This point is illustrated by the Connection Machine fiasco of the late 80’s and early 90’s. The CM that was designed at MIT and promoted by DARPA was an attempt to develop an alternative machine architecture. It failed because of inappropriate algorithm paradigms and programming techniques. That is, because of the mismatch between the accepted CS paradigm and the available programming languages and the reality of the machine, the programmers could not develop “cost effective” algorithms. The most obvious example of this mismatch is sorting versus searching. The need for sorting data for efficient retrieval is accepted without question in the conventional paradigm. To suggest that data can be efficiently retrieved without sorting is not only heresy, but can be proved to be wrong by any freshman computer scientist using conventional paradigm laws. Yet the CM, using data parallelism, could and did find any datum in memory in one step – O(1) time. This would be an existence proof in any other discipline, but it was not and still is not accepted by the CS community because the standard paradigm “proves” that it takes at least O(log n) time to find something (even conveniently ignoring the cost of sorting the data.) As a result, the massive searching approach to data selection and retrieval was not pursued. One of the results of the law that data need to be sorted in order to find them efficiently are the tree organizations. However, using a data parallel searching paradigm, there is no need for nested menu trees or any other type of sorted data. Data parallel searching, by eliminating the need for sorting, does not need linked lists and allows all data organizations – chronological, by recipient, by topical category – to be utilized simultaneously via associativity. That is, data parallelism and associative computing is one possible answer to simpler computing. This approach requires that you go back to the flat tables of yesteryear, but with gigabytes of memory and gigahertz of speed, flat tables are manageable, even preferable.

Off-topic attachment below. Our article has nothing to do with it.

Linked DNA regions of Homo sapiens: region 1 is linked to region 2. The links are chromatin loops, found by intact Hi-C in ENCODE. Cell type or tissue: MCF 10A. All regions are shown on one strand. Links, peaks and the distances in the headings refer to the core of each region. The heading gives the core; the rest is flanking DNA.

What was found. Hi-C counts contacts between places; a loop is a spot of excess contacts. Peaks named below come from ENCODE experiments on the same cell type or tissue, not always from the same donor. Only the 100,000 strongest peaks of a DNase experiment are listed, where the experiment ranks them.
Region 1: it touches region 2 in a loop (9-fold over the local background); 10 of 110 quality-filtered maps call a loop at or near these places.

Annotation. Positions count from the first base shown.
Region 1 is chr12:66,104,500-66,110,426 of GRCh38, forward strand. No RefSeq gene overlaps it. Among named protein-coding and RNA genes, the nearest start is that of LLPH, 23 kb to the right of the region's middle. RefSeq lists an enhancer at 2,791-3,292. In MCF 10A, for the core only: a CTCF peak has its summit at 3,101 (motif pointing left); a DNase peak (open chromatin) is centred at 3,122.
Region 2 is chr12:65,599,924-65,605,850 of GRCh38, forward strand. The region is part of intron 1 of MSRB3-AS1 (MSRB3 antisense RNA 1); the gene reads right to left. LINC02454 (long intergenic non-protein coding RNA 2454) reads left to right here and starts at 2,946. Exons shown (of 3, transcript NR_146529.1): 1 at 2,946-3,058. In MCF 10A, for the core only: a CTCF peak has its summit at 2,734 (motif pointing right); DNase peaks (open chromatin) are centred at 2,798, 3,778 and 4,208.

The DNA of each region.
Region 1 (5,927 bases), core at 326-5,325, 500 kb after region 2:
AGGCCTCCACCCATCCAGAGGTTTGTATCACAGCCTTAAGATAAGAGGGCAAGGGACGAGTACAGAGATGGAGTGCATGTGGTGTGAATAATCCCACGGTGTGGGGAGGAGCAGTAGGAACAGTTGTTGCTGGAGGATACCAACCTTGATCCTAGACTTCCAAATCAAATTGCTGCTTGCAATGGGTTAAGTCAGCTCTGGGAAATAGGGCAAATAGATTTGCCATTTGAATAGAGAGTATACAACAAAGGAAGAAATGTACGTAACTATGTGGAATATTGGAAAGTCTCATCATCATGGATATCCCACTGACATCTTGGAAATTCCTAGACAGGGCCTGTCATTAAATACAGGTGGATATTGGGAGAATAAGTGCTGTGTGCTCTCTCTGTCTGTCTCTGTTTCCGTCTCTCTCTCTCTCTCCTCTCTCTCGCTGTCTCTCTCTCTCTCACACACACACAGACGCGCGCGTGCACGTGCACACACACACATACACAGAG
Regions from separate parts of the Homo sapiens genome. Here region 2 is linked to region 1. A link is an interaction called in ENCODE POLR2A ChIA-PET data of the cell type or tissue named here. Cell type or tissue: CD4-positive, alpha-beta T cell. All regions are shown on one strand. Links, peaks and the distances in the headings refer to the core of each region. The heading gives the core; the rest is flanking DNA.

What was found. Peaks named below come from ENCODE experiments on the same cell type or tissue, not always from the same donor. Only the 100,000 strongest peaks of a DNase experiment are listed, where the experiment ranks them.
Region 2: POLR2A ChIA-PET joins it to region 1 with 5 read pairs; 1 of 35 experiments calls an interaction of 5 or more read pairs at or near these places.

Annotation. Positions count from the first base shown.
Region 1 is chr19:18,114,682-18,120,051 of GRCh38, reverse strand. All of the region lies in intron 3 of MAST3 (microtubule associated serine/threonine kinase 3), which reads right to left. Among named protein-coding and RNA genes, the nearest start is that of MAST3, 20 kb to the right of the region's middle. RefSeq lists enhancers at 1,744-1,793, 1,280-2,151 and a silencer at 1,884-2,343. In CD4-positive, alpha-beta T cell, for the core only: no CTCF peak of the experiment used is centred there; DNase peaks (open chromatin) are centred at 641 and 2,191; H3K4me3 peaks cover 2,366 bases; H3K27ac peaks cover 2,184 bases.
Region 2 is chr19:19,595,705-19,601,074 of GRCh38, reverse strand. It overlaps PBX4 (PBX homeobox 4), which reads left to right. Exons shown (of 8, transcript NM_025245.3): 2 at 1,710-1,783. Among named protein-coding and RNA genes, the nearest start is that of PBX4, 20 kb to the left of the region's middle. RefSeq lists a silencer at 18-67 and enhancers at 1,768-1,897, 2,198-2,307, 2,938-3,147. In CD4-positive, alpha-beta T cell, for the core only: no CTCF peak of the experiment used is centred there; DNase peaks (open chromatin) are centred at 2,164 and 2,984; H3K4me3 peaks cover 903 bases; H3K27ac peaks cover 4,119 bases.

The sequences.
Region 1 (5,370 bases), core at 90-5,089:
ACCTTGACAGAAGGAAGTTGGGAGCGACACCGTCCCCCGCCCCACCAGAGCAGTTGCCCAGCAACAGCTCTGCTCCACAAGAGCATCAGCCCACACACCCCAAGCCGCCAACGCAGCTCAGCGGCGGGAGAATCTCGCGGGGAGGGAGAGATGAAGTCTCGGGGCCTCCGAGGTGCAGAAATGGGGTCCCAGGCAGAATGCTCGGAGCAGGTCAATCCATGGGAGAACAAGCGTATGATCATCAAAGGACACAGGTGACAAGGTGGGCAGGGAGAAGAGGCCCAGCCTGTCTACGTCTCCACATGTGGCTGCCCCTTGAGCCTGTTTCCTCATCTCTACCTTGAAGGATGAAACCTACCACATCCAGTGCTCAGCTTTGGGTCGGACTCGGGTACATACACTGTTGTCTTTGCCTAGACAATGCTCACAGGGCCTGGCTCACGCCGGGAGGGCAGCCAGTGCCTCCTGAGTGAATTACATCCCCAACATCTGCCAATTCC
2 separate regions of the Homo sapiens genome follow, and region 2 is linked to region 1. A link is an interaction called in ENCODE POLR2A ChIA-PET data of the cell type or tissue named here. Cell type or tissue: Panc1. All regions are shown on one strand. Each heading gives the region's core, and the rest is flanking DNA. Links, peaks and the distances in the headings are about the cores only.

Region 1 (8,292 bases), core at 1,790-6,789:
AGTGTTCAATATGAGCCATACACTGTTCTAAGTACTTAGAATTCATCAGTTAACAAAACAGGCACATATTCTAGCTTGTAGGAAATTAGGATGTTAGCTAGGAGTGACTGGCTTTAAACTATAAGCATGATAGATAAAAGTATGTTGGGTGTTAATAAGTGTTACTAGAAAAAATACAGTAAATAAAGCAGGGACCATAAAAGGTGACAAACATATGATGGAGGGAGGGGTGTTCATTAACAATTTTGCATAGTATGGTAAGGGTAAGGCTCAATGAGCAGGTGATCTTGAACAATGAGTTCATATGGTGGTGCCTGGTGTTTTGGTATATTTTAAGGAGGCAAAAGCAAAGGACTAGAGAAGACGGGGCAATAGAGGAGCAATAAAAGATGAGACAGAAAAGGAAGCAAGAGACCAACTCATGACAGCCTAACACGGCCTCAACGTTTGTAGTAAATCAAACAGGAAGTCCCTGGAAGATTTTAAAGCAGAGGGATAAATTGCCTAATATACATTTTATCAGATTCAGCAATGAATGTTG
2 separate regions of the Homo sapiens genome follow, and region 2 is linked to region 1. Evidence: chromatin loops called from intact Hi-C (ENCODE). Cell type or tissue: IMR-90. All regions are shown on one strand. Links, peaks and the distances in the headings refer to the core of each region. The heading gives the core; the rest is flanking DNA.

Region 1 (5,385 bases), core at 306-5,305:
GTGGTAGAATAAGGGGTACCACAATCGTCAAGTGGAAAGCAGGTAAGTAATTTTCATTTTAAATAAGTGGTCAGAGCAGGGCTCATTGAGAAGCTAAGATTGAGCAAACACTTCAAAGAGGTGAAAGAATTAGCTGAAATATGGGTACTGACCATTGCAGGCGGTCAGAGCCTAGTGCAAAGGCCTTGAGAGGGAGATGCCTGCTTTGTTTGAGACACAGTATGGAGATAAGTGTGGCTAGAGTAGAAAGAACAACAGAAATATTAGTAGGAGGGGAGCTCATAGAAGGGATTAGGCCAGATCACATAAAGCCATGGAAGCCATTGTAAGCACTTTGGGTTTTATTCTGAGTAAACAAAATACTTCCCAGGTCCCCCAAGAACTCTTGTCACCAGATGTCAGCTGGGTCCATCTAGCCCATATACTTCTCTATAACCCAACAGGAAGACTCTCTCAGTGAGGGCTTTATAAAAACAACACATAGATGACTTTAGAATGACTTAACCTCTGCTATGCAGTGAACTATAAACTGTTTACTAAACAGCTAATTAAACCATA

Moreover, the data parallel search based paradigm is well suited for high school level tabular data structures and natural language communication with your computer. Both features significantly reduce programming costs. But unfortunately, like the internal combustion engine, once a technology has progressed it a certain point, it is practically impossible to overcome it. However, as there is the possibility that the eventual depletion of our natural energy resources will cause economic changes in the design of car engines, the eventual depletion of “free” improvements in speed and memory may force a change in the conventional CS paradigm. Even today, super computers spend from 70 to 95% of their computing power in overcoming the limitations of the current paradigm so that only 5 to 30% of the actual speed improvements are obtained by the user. However, a change in paradigm is most likely to occur in the Laptop, PDA and cell phone environment not the super computer environment, because the lack of power is not the driving point, but the lack of physical space for keyboards, display screens, mice, etc. and the demand for easier modes of computing. Eventually, hopefully, computer scientists will come to realize that, CS has been trapped by the von Neumann models success and that just as the laws of plain geometry work well over a small portion of the Earth’s surface, but fail when applied to a much larger portion, so too, the laws of the current CS paradigm work well for the old world of “slow”, few, expensive computers and cheap programmers, but are not well suited to the new world of fast, ubiquitous cheap computers and expensive programmers.